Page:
State v. Messervy

Annotate this Case

258 S.C. 110 (1972)

187 S.E.2d 524

The STATE, Appellant, v. Edward Behling MESSERVY, Respondent.


Supreme Court of South Carolina.

March 7, 1972.

*111 Messrs. Daniel R. McLeod, Atty. Gen., and Hubbard W. McDonald, Jr., Asst. Atty. Gen., of Columbia, for Appellant.

Gerald C. Smoak, Esq., of Walterboro, for Respondent.

March 7, 1972.


*112 Edward B. Messervy was charged by South Carolina Highway Patrolman D.W. Crosby with driving a vehicle while under the influence of intoxicating liquors. He was tried and convicted by a jury in a Charleston County Magistrate's Court. At the trial, Patrolman Crosby presented the State's case without the assistance of a prosecuting attorney. He testified as prosecuting witness and was allowed by the magistrate to make a closing argument to the jury.

Messervy appealed to the Charleston County Court on grounds, among others:

"That His Honor erred as a matter of law in permitting the attorney for the State of South Carolina to be Patrolman Crosby because Patrolman Crosby was also a witness for the state and his summing up of the state after testifying constituted reversible error in that the jury was likely to confuse what he testified to under oath with what he said by way of summation, which was not under oath, and no instruction regarding this was given by His Honor."

The judge disposed of the appeal in a brief handwritten order:

"Remanded back for a new trial. Error in permitting prosecuting witness to argue for State during trial.

(s) Theodore D. Stoney."

Apparently the county court judge granted the motion for a new trial because "the jury was likely to confuse what he [the patrolman] testified to under oath with what he said by way of summation, which was not under oath, and no instruction regarding this was given by His Honor." The record does not indicate that counsel for the defendant objected to any summation argument made, nor is there any contention that any improper argument was made to the jury. Accordingly, the lower court has held that the bare fact that the patrolman was permitted to testify and to summarize the case before the jury was error warranting a new trial. The State has appealed. We reverse.

*113 It has long been the practice in the magistrates' courts of this State for the arresting patrolman to prosecute the cases which he has made. The procedure has been followed under a ruling of the attorney general since 1958. See Annual Report of Attorney General for the State of South Carolina 1957-1958, page 268. Ideally, the State's case would be presented by a prosecuting attorney, but unfortunately such is not practicable because of the large number of traffic court violations. According to appellant's brief the highway patrol made 236,000 arrests during 1970.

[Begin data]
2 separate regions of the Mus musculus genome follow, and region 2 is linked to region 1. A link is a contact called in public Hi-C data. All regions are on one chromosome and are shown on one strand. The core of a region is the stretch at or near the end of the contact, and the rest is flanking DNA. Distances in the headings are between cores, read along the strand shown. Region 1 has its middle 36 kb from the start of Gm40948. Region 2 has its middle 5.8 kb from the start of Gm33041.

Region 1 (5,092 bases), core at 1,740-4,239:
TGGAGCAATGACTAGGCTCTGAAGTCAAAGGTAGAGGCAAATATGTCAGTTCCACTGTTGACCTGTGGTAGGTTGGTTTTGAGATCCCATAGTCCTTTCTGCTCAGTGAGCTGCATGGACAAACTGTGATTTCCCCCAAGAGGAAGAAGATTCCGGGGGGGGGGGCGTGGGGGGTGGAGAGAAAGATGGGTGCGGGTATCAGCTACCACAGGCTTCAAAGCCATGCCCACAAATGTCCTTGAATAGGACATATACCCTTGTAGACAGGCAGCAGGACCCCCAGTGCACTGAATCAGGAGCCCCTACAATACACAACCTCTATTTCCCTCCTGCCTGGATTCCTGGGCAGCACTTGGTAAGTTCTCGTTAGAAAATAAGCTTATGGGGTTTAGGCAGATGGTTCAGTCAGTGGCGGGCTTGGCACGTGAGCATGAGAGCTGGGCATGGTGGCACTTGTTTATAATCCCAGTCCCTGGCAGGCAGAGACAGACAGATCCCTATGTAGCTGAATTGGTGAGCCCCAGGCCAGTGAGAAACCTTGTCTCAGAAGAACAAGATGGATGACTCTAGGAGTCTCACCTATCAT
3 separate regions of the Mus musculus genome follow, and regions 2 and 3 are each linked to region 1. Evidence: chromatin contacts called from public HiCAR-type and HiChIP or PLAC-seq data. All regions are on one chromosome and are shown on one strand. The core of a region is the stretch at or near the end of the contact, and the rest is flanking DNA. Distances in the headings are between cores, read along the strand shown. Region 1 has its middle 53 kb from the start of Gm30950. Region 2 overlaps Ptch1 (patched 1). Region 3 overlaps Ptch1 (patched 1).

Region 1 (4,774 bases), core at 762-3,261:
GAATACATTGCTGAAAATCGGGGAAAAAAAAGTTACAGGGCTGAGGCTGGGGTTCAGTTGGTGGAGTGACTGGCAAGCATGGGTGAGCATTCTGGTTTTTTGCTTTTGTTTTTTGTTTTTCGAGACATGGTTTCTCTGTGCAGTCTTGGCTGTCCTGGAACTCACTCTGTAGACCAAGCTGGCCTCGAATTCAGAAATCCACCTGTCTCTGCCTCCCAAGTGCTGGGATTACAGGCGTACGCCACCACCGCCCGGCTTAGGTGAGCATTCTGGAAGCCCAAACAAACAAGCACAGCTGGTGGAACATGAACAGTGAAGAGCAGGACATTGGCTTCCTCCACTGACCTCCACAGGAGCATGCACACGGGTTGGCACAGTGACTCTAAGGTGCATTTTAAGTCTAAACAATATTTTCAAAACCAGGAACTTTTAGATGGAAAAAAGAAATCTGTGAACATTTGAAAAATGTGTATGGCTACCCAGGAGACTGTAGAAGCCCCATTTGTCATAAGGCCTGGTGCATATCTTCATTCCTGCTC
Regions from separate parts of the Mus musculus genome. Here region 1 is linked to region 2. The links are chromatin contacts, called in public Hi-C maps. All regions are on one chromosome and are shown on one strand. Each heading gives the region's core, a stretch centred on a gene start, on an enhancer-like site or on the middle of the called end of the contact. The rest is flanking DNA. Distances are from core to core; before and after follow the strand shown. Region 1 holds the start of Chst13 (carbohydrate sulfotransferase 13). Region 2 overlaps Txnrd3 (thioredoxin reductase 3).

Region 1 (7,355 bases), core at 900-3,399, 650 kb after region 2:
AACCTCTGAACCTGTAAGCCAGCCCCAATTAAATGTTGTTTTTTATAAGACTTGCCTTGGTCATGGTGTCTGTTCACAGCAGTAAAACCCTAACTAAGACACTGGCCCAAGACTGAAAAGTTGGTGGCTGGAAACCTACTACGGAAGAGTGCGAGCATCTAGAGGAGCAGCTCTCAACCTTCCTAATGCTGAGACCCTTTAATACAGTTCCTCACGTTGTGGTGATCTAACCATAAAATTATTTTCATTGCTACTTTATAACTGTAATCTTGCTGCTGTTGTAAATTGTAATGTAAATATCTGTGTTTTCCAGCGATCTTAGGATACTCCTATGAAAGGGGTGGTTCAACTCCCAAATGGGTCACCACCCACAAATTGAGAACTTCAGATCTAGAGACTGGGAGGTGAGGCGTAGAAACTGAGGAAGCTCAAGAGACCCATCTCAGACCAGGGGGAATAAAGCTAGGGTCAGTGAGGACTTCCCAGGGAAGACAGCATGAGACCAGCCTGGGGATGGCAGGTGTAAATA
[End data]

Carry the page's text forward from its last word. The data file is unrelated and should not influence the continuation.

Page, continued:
We find no case in this state on point, and surprisingly little precedent in other jurisdictions. In the case of State v. La Palme, 104 N.H. 97, 179 A. (2d) 284 (1962), the question was before the Supreme Court of New Hampshire. The court said:

"The defendant's motion to dismiss on the ground that a state police officer was permitted to prosecute and also testify as a witness is denied ... The prosecution of misdemeanors by police officers is a practice that has continued in one form or another since 1791 and is still permissible under existing statutes. State v. Urban, supra; [98 N.H. 346, 100 A. (2d) 897] ..."

In New Hampshire, as in South Carolina, there was no statute prohibiting a police officer from prosecuting a case. The practice in New Hampshire was approved under the common law. We do likewise.

While such practice is not without its faults, neither is it without its safeguards. The patrolman's conduct (same as an attorney) is subject to the scrutiny of the magistrate at all times, and if the patrolman's conduct of the case is not proper it is the duty of the magistrate to make appropriate rulings, and in an appropriate case, grant a new trial. If prejudice is shown, obviously a new trial must be held. No prejudicial error has been shown in this case.

The order of the county court is reversed and the case is remanded for execution of the sentence.

*114 Reversed.

MOSS, C.J., and LEWIS, BUSSEY and BRAILSFORD, JJ., concur.

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